"But what about the children?" you cry. "They can't stay up late to catch the whole game," you whimper. Again, I grew up back east and I found a way to catch the whole game if it was worth it. My dear father knew the importance of football in a youngster's life and if the game was worth watching (which happens what, once or twice a season?) he made sure that an exception was made to the bedtime rule so I could see it. If you are that concerned about your kid seeing the whole game, let him stay up and call in sick to school the next day like a real man, you're a parent now, you can do that.
The fact is, the only problems with the later start times were failures of will amongst the East coast fans. They didn't want to stay up late, so now the rest of us are screwed. The problems with the early start time are logistic in nature. Put simply, we can't get to a TV by 5 o'clock on the West coast. Have you people ever heard of traffic? Work? Female bosses?
When the games started at six life was simple. I bailed out of work by 5 (which is already early), hopped in my car and was able to make it to our favorite watering hole by six. There, my friends and I would relax, bask in the glow of the last bit of football we were going to get for six days and generally be guys. Sure the games usually sucked (that is a whole other topic by the way), but that was OK, we talked, we ate fried foods, we drank, we found the glory of God in the simple things, like Dierdorff shutting up for five entire seconds. In short, it was much needed rock of stability in our hectic lives.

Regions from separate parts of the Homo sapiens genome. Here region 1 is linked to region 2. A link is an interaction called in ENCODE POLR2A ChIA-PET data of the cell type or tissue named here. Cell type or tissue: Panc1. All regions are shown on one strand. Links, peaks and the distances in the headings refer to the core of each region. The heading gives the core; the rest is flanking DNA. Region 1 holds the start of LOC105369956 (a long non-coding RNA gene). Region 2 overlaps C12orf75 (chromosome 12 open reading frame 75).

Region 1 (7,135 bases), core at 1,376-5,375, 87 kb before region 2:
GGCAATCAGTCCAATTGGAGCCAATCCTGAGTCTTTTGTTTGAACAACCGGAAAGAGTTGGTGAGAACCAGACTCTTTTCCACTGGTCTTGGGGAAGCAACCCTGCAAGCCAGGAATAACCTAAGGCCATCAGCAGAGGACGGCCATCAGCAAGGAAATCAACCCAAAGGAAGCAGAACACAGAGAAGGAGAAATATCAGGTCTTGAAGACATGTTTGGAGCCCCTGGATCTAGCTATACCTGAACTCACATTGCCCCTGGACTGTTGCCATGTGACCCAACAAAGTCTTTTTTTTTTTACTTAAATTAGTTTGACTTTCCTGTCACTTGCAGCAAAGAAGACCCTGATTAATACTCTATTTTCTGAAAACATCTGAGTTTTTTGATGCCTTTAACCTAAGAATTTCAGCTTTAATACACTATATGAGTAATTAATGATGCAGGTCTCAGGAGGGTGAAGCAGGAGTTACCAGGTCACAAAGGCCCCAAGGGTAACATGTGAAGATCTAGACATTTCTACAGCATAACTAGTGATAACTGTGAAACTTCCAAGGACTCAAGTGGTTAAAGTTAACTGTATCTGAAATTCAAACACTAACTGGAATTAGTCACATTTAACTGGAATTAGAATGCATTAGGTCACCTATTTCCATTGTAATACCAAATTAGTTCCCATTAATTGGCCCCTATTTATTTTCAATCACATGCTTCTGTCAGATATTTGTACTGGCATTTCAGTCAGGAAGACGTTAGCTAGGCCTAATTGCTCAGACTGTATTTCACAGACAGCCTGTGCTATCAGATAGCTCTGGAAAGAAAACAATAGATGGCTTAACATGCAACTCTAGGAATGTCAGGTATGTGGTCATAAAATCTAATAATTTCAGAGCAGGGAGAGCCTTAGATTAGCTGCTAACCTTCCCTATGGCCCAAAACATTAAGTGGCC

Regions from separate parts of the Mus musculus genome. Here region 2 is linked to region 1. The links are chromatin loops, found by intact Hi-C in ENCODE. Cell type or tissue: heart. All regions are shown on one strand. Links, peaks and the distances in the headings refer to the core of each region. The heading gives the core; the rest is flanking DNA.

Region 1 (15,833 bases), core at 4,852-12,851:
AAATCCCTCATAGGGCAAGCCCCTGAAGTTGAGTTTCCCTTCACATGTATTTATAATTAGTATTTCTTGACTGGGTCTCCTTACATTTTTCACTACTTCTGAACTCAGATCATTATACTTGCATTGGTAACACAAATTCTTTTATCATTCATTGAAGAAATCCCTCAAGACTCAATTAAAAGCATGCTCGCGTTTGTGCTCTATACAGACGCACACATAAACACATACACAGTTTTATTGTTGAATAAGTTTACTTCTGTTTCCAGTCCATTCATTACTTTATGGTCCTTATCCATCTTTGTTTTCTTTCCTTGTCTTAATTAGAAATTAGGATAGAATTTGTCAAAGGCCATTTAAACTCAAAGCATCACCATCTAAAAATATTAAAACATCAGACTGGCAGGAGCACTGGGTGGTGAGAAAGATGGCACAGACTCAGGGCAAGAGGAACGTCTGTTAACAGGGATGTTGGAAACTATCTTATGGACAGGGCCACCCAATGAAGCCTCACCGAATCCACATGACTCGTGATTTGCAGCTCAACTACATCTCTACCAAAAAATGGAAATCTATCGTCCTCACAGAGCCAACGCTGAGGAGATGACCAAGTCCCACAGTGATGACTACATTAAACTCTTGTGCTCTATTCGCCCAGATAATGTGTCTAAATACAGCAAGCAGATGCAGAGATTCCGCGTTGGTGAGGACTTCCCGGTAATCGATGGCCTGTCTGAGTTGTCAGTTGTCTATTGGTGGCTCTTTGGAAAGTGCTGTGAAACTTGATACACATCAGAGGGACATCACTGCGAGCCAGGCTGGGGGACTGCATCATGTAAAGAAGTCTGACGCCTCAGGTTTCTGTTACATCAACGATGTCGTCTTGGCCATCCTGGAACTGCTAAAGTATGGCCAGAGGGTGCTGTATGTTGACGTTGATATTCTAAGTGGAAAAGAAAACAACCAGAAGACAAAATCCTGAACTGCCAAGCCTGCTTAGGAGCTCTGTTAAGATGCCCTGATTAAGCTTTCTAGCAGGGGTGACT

Now though, with the infernal 5 o'clock start time, it is impossible to make it for the kickoff. Which frankly, is usually the high point of a Monday Night game. By the time we get to a TV the game is usually a blowout or a snoozer. Knowing that. It isn't really worth the effort to get to our favorite bar. What's the point of leaving work early to miss the first half? Even committed souls such as ourselves can't justify all that effort for a game we know to be a piece of crap. The unspoken contract between the fans and the NFL is that the game will be worth watching. Sure that contract is broken week in and week out. But as fans we are able to overlook that up until the kickoff. Then the illusion is usually shattered and we sit through a crappy game. If however we can't make the kickoff and the game starts without us, we find out that the promise for a decent game has been broken once again and we bail.
So now we all work until we are finished for the day. We maybe catch the first half on the radio while we sit in traffic. Then we go home and if it is an exceptional game we catch the second half while making dinner. More often than not the second half is a pointless exercise in listening to Dierdorff and Esiason babble about irrelevancies so we skip it all together. We don't gather together like we used to, Monday is no longer special, it's just the first day of a long week that gets longer every year.
For reasons that no one understands, ABC has forsaken the left half of the country and in doing so has killed a little part of the NFL for all of us. And let's face it, the NFL really can't afford that. With crummy matchups, overpaid showboats and mystifyingly bad refereeing, the NFL has killed enough of itself already.
Dean's House of Pain